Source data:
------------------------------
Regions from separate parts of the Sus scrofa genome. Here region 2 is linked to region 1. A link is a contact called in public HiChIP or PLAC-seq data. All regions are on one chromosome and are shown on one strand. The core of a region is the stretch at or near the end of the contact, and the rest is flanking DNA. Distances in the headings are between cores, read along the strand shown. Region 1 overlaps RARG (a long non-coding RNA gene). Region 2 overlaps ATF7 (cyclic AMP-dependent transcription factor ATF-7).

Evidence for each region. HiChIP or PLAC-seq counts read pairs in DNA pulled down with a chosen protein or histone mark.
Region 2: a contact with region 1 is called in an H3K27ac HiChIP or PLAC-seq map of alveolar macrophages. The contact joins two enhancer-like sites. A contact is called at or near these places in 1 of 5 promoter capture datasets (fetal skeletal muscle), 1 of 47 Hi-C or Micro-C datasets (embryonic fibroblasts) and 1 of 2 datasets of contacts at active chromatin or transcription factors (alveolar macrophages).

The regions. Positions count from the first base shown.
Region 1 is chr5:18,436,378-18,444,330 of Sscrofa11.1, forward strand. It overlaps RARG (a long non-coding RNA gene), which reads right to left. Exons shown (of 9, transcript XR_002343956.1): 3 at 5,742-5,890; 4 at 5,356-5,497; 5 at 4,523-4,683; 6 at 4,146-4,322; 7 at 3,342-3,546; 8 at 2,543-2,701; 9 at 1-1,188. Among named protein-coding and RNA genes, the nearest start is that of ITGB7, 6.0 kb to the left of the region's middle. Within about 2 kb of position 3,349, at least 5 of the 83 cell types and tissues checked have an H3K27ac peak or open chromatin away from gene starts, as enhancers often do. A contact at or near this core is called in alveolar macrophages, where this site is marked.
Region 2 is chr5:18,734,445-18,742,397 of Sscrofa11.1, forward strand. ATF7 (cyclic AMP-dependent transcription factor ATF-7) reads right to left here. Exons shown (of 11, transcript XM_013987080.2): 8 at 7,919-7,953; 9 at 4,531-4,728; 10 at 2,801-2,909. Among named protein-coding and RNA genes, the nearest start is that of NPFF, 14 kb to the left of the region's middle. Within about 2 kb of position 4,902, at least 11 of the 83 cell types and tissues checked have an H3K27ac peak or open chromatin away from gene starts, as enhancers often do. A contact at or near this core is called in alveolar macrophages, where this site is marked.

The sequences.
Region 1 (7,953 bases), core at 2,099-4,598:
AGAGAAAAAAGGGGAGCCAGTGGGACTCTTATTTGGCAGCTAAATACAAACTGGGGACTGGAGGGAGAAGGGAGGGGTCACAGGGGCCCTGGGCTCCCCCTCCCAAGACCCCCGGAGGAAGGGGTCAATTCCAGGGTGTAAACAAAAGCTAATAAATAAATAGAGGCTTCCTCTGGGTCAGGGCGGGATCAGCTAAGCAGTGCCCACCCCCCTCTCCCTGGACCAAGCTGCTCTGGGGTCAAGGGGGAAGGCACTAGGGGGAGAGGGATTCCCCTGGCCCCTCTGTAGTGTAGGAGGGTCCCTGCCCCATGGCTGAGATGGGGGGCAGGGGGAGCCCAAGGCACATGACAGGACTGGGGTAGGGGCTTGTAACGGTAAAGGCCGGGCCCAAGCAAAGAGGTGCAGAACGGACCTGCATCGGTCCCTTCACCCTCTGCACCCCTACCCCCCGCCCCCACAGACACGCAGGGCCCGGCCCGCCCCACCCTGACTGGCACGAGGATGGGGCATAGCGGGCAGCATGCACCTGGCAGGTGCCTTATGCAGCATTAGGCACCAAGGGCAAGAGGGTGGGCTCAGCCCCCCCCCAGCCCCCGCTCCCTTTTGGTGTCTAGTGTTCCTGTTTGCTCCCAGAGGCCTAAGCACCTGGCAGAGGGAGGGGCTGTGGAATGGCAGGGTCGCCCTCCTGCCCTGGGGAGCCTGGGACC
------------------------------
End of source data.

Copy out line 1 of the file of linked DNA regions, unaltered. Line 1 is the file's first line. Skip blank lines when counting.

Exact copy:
Regions from separate parts of the Sus scrofa genome. Here region 2 is linked to region 1. A link is a contact called in public HiChIP or PLAC-seq data. All regions are on one chromosome and are shown on one strand. The core of a region is the stretch at or near the end of the contact, and the rest is flanking DNA. Distances in the headings are between cores, read along the strand shown. Region 1 overlaps RARG (a long non-coding RNA gene). Region 2 overlaps ATF7 (cyclic AMP-dependent transcription factor ATF-7).